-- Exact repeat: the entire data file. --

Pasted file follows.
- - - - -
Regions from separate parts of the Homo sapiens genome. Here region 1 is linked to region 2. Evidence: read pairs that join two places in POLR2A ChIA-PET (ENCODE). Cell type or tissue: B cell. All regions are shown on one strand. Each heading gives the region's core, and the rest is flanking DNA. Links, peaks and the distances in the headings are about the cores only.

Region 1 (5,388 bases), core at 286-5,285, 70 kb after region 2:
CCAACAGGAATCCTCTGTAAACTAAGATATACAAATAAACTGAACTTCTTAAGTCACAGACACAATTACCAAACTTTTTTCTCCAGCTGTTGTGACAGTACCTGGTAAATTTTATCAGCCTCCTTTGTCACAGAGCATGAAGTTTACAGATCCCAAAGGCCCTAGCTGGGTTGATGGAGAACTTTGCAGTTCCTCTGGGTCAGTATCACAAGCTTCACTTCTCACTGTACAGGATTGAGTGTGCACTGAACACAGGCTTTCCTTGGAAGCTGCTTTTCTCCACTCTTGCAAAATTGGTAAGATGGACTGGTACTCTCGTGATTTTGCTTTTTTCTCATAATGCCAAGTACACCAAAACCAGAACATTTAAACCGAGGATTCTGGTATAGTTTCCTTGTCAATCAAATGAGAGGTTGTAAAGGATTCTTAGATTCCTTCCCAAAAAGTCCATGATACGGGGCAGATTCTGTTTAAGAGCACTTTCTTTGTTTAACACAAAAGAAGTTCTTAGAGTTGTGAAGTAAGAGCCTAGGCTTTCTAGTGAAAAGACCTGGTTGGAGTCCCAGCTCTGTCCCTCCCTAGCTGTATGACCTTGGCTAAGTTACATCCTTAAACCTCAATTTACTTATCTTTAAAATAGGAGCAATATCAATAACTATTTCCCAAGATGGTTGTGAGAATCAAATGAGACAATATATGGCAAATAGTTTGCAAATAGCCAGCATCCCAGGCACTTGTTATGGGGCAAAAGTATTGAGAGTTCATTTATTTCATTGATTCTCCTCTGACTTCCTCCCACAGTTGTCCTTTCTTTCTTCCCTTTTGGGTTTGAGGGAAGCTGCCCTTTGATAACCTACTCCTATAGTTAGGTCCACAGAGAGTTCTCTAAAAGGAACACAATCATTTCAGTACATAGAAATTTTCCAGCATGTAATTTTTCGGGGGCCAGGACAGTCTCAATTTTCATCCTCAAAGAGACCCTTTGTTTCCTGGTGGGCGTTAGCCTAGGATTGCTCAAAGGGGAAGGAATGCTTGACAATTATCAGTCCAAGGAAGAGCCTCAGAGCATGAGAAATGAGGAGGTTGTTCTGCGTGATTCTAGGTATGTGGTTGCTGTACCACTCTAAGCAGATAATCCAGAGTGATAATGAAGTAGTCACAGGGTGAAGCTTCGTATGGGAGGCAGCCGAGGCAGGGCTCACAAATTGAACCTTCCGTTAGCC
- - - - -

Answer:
Regions from separate parts of the Homo sapiens genome. Here region 1 is linked to region 2. Evidence: read pairs that join two places in POLR2A ChIA-PET (ENCODE). Cell type or tissue: B cell. All regions are shown on one strand. Each heading gives the region's core, and the rest is flanking DNA. Links, peaks and the distances in the headings are about the cores only.

Region 1 (5,388 bases), core at 286-5,285, 70 kb after region 2:
CCAACAGGAATCCTCTGTAAACTAAGATATACAAATAAACTGAACTTCTTAAGTCACAGACACAATTACCAAACTTTTTTCTCCAGCTGTTGTGACAGTACCTGGTAAATTTTATCAGCCTCCTTTGTCACAGAGCATGAAGTTTACAGATCCCAAAGGCCCTAGCTGGGTTGATGGAGAACTTTGCAGTTCCTCTGGGTCAGTATCACAAGCTTCACTTCTCACTGTACAGGATTGAGTGTGCACTGAACACAGGCTTTCCTTGGAAGCTGCTTTTCTCCACTCTTGCAAAATTGGTAAGATGGACTGGTACTCTCGTGATTTTGCTTTTTTCTCATAATGCCAAGTACACCAAAACCAGAACATTTAAACCGAGGATTCTGGTATAGTTTCCTTGTCAATCAAATGAGAGGTTGTAAAGGATTCTTAGATTCCTTCCCAAAAAGTCCATGATACGGGGCAGATTCTGTTTAAGAGCACTTTCTTTGTTTAACACAAAAGAAGTTCTTAGAGTTGTGAAGTAAGAGCCTAGGCTTTCTAGTGAAAAGACCTGGTTGGAGTCCCAGCTCTGTCCCTCCCTAGCTGTATGACCTTGGCTAAGTTACATCCTTAAACCTCAATTTACTTATCTTTAAAATAGGAGCAATATCAATAACTATTTCCCAAGATGGTTGTGAGAATCAAATGAGACAATATATGGCAAATAGTTTGCAAATAGCCAGCATCCCAGGCACTTGTTATGGGGCAAAAGTATTGAGAGTTCATTTATTTCATTGATTCTCCTCTGACTTCCTCCCACAGTTGTCCTTTCTTTCTTCCCTTTTGGGTTTGAGGGAAGCTGCCCTTTGATAACCTACTCCTATAGTTAGGTCCACAGAGAGTTCTCTAAAAGGAACACAATCATTTCAGTACATAGAAATTTTCCAGCATGTAATTTTTCGGGGGCCAGGACAGTCTCAATTTTCATCCTCAAAGAGACCCTTTGTTTCCTGGTGGGCGTTAGCCTAGGATTGCTCAAAGGGGAAGGAATGCTTGACAATTATCAGTCCAAGGAAGAGCCTCAGAGCATGAGAAATGAGGAGGTTGTTCTGCGTGATTCTAGGTATGTGGTTGCTGTACCACTCTAAGCAGATAATCCAGAGTGATAATGAAGTAGTCACAGGGTGAAGCTTCGTATGGGAGGCAGCCGAGGCAGGGCTCACAAATTGAACCTTCCGTTAGCC